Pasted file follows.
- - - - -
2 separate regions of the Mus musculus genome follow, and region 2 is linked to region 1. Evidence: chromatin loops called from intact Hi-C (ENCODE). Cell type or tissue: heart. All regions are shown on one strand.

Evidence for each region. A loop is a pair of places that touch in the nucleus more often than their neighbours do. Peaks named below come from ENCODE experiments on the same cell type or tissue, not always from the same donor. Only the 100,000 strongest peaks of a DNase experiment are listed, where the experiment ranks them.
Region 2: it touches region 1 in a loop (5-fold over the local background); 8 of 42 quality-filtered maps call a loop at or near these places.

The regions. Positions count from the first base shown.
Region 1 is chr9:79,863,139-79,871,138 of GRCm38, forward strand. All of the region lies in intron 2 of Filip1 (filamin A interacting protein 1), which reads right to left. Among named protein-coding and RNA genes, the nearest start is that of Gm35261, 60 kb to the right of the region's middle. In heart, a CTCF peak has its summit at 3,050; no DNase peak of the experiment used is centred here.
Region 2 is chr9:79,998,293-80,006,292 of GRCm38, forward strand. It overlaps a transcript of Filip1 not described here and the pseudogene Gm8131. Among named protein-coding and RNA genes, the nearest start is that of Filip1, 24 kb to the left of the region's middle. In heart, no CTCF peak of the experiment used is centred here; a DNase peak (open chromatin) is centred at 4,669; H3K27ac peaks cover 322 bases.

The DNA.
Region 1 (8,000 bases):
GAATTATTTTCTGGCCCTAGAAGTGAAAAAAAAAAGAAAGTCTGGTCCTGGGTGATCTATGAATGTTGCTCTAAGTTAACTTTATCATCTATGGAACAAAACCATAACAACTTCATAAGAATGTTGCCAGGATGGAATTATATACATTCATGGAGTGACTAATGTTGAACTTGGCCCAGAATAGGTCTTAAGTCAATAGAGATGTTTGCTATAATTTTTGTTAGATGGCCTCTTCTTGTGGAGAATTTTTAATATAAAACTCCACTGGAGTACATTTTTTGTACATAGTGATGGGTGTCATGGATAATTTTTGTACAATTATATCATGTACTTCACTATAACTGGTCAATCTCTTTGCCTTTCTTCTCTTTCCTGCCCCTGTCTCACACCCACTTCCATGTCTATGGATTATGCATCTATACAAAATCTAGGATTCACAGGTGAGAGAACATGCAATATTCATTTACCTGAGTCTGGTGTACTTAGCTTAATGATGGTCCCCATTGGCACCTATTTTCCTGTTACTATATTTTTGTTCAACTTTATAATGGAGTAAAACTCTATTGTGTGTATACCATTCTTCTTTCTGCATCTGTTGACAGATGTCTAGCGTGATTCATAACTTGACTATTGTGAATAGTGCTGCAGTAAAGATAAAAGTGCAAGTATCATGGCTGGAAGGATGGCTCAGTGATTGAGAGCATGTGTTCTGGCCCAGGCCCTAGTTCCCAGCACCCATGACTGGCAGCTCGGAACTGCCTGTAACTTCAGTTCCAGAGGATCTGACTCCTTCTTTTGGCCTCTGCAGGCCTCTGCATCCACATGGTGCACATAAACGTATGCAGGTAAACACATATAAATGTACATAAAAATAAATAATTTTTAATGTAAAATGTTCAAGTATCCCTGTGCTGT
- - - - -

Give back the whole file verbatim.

2 separate regions of the Mus musculus genome follow, and region 2 is linked to region 1. Evidence: chromatin loops called from intact Hi-C (ENCODE). Cell type or tissue: heart. All regions are shown on one strand.

Evidence for each region. A loop is a pair of places that touch in the nucleus more often than their neighbours do. Peaks named below come from ENCODE experiments on the same cell type or tissue, not always from the same donor. Only the 100,000 strongest peaks of a DNase experiment are listed, where the experiment ranks them.
Region 2: it touches region 1 in a loop (5-fold over the local background); 8 of 42 quality-filtered maps call a loop at or near these places.

The regions. Positions count from the first base shown.
Region 1 is chr9:79,863,139-79,871,138 of GRCm38, forward strand. All of the region lies in intron 2 of Filip1 (filamin A interacting protein 1), which reads right to left. Among named protein-coding and RNA genes, the nearest start is that of Gm35261, 60 kb to the right of the region's middle. In heart, a CTCF peak has its summit at 3,050; no DNase peak of the experiment used is centred here.
Region 2 is chr9:79,998,293-80,006,292 of GRCm38, forward strand. It overlaps a transcript of Filip1 not described here and the pseudogene Gm8131. Among named protein-coding and RNA genes, the nearest start is that of Filip1, 24 kb to the left of the region's middle. In heart, no CTCF peak of the experiment used is centred here; a DNase peak (open chromatin) is centred at 4,669; H3K27ac peaks cover 322 bases.

The DNA.
Region 1 (8,000 bases):
GAATTATTTTCTGGCCCTAGAAGTGAAAAAAAAAAGAAAGTCTGGTCCTGGGTGATCTATGAATGTTGCTCTAAGTTAACTTTATCATCTATGGAACAAAACCATAACAACTTCATAAGAATGTTGCCAGGATGGAATTATATACATTCATGGAGTGACTAATGTTGAACTTGGCCCAGAATAGGTCTTAAGTCAATAGAGATGTTTGCTATAATTTTTGTTAGATGGCCTCTTCTTGTGGAGAATTTTTAATATAAAACTCCACTGGAGTACATTTTTTGTACATAGTGATGGGTGTCATGGATAATTTTTGTACAATTATATCATGTACTTCACTATAACTGGTCAATCTCTTTGCCTTTCTTCTCTTTCCTGCCCCTGTCTCACACCCACTTCCATGTCTATGGATTATGCATCTATACAAAATCTAGGATTCACAGGTGAGAGAACATGCAATATTCATTTACCTGAGTCTGGTGTACTTAGCTTAATGATGGTCCCCATTGGCACCTATTTTCCTGTTACTATATTTTTGTTCAACTTTATAATGGAGTAAAACTCTATTGTGTGTATACCATTCTTCTTTCTGCATCTGTTGACAGATGTCTAGCGTGATTCATAACTTGACTATTGTGAATAGTGCTGCAGTAAAGATAAAAGTGCAAGTATCATGGCTGGAAGGATGGCTCAGTGATTGAGAGCATGTGTTCTGGCCCAGGCCCTAGTTCCCAGCACCCATGACTGGCAGCTCGGAACTGCCTGTAACTTCAGTTCCAGAGGATCTGACTCCTTCTTTTGGCCTCTGCAGGCCTCTGCATCCACATGGTGCACATAAACGTATGCAGGTAAACACATATAAATGTACATAAAAATAAATAATTTTTAATGTAAAATGTTCAAGTATCCCTGTGCTGT